The star of our evening is a dish of seafood enchiladas. Roasted corn sherry cream sauce mixed with juices produced by the bounty of local seafood is terrific. Little bay scallops, shrimp and langostinos are enveloped inside the tortillas, which are just buried under the decadent sauce with melted Gouda. It's a very pleasant switch from beef or fish tacos.

For dessert, we can't resist the "smorchos," a Mexican twist on s'mores. The huge helping that could easily serve four (if you're not little piggies) is filled with crunchy fried tortillas sprinkled with cinnamon and sugar, drizzled with chocolate syrup, and dotted with soft marshmallows. Plus, cinnamon ice cream with lovely texture, yet not much spicy punch. It's super-sweet and seems to satisfy my happy guests. I'm personally on the fence, as I'm not a huge fan of regular s'mores; the thought of substituting crispy tacos (that have a distinct note of the oil in which they're fried) for graham crackers doesn't particularly float my boat. But while I'm doing food critic calculations in my brain, my table keeps picking away.

click to enlarge Among the fresh additions to the enchanting space is an outdoor deck. - Nicole Abbett
Nicole Abbett
Among the fresh additions to the enchanting space is an outdoor deck.

I'm a bigger fan of the guava and cream cheese flan, a dense concoction that tastes more of tropical fruit than the vanilla and caramel you usually encounter. The dessert also has little of the expected thin caramel that floods the plate when traditional flan is unmolded. My companions aren't convinced, but I think it's a nice twist.

So ends our journey. My guests are delighted and conclude Nueva Cantina is very good, indeed. Although they're headed back to the Mexican border, they go with the knowledge that though Mexico is a Gulf (or Cozumel cruise) away, Tampa Bay has another restaurant to tick off for authentic south-of-the-border flavor.

Jon Palmer Claridge dines anonymously when reviewing. Check out the explanation of his rating system.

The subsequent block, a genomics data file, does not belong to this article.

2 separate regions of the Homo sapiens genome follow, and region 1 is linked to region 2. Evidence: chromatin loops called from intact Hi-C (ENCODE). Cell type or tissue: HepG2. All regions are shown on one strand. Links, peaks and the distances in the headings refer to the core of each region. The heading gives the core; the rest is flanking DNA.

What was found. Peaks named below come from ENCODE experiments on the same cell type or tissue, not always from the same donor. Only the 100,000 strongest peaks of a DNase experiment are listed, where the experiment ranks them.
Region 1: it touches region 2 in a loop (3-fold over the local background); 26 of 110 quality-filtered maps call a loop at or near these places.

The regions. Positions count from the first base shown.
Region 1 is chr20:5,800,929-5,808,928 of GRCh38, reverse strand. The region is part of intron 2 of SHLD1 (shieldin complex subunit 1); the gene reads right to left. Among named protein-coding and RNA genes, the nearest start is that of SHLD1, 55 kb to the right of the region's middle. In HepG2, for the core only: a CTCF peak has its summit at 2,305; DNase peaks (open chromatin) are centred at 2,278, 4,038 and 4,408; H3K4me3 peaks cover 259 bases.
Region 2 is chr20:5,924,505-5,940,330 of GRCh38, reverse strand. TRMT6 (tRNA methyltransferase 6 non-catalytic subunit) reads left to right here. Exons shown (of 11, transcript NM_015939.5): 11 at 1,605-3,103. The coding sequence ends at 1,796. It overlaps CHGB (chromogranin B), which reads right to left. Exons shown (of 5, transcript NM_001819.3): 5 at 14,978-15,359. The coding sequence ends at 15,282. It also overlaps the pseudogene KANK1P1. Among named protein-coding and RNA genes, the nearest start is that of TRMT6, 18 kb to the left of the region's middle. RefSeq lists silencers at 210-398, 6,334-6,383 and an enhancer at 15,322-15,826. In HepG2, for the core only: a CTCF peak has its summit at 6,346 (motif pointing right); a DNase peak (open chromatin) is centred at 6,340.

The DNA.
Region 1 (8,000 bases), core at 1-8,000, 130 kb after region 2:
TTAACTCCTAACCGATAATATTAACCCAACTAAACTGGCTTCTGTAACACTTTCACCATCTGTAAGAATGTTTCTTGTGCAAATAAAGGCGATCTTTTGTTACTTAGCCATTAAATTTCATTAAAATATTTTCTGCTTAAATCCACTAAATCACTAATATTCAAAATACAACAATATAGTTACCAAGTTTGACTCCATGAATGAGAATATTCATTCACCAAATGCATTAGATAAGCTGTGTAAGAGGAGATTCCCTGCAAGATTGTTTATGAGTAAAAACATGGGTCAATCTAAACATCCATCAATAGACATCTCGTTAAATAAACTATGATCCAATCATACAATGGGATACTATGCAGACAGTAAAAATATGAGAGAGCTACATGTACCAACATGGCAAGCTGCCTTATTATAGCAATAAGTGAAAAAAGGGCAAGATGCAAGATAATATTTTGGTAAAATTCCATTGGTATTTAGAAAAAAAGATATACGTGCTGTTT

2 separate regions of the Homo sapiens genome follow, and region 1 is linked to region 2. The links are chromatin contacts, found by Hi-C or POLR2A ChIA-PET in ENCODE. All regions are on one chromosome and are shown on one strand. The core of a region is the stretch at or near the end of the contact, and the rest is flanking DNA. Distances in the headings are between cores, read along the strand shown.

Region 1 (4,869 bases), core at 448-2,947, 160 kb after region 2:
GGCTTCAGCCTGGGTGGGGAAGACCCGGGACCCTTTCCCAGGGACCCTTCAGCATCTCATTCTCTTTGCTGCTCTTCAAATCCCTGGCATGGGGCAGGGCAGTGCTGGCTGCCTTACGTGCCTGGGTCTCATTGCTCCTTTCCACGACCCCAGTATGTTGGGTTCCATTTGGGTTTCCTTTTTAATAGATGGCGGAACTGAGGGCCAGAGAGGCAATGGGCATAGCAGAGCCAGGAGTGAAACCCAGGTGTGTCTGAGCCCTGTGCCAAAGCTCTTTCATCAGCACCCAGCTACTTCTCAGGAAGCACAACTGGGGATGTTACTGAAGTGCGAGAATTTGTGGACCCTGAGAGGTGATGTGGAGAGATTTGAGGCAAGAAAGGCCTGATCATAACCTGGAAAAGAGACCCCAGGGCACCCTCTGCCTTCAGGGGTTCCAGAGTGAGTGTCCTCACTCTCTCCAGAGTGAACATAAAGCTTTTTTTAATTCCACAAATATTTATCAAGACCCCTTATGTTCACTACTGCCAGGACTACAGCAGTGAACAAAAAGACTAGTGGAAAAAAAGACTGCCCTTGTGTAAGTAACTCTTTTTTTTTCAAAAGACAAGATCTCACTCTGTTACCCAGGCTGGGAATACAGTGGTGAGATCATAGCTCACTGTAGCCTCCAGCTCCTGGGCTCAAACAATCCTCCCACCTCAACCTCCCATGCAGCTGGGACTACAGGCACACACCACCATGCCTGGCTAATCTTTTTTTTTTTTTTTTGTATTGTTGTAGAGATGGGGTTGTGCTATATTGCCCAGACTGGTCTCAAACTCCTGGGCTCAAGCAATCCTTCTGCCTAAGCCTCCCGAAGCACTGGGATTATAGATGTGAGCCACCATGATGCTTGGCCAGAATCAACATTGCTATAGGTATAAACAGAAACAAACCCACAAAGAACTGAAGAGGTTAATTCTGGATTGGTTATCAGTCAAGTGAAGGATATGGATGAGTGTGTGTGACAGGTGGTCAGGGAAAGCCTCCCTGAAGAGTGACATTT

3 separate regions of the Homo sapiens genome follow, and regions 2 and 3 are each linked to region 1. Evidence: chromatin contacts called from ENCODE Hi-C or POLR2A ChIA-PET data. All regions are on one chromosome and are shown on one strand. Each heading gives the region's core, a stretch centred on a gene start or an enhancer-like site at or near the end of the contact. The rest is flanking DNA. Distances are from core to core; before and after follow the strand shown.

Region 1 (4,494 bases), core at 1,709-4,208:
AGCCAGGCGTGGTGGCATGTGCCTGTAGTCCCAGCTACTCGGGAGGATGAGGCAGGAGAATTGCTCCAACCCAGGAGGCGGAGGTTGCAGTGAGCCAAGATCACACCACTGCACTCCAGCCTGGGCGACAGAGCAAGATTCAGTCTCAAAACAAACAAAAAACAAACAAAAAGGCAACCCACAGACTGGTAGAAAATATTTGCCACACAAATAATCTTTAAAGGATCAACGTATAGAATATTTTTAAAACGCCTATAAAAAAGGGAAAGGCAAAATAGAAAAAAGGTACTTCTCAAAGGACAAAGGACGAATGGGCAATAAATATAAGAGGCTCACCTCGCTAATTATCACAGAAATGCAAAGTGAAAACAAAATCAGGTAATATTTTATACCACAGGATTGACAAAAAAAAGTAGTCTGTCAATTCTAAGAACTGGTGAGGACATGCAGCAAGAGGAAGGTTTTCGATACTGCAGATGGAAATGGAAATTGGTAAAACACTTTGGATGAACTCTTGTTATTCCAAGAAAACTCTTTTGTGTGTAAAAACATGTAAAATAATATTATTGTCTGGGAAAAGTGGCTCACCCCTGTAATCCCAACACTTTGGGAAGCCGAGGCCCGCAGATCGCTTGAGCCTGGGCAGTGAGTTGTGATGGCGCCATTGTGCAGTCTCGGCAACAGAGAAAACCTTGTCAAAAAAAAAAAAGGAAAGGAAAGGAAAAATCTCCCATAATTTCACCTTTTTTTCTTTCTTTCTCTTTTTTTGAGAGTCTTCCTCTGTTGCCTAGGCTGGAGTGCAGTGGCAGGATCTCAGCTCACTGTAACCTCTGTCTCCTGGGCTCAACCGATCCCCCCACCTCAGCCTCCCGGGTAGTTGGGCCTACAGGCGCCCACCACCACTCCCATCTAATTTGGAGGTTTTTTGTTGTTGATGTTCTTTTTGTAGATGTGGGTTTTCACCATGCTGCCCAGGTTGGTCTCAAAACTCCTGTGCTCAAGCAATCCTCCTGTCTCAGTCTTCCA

click to enlarge The veggies that accompany the carne asada are particularly good. - Nicole Abbett
Nicole Abbett
The veggies that accompany the carne asada are particularly good.

click to enlarge The Nueva Sampler of salsa, queso and guacamole, served with crisp chips. - Nicole Abbett
Nicole Abbett
The Nueva Sampler of salsa, queso and guacamole, served with crisp chips.


click to enlarge An exterior view of the Mexican restaurant off Fourth Street South. - Nicole Abbett
Nicole Abbett
An exterior view of the Mexican restaurant off Fourth Street South.

click to enlarge Out front, a parking sign speaks to the playful atmosphere inside. - Nicole Abbett
Nicole Abbett
Out front, a parking sign speaks to the playful atmosphere inside.

click to enlarge A number of decorative details add to the restaurant's striking ambiance. - Nicole Abbett
Nicole Abbett
A number of decorative details add to the restaurant's striking ambiance.


click to enlarge A number of decorative details add to the restaurant's striking ambiance. - Nicole Abbett
Nicole Abbett
A number of decorative details add to the restaurant's striking ambiance.


About The Author

Jon Palmer Claridge

Jon Palmer Claridge—Tampa Bay's longest running, and perhaps last anonymous, food critic—has spent his life following two enduring passions, theatre and fine dining. He trained as a theatre professional (BFA/Acting; MFA/Directing) while Mastering the Art of French Cooking from Julia Child as an avocation. He acted...
Scroll to read more Restaurant Reviews articles
Join the Creative Loafing Tampa Bay Press Club

Local journalism is information. Information is power. And we believe everyone deserves access to accurate independent coverage of their community and state.
Help us keep this coverage going with a one-time donation or an ongoing membership pledge.

Newsletters

Join Creative Loafing Tampa Bay Newsletters

Subscribe now to get the latest news delivered right to your inbox.

We welcome readers to submit letters regarding articles and content in Creative Loafing Tampa Bay. Letters should be a minimum of 150 words, refer to content that has appeared on Creative Loafing Tampa Bay, and must include the writer's full name, address, and phone number for verification purposes. No attachments will be considered. Writers of letters selected for publication will be notified via email. Letters may be edited and shortened for space.

Email us at [email protected]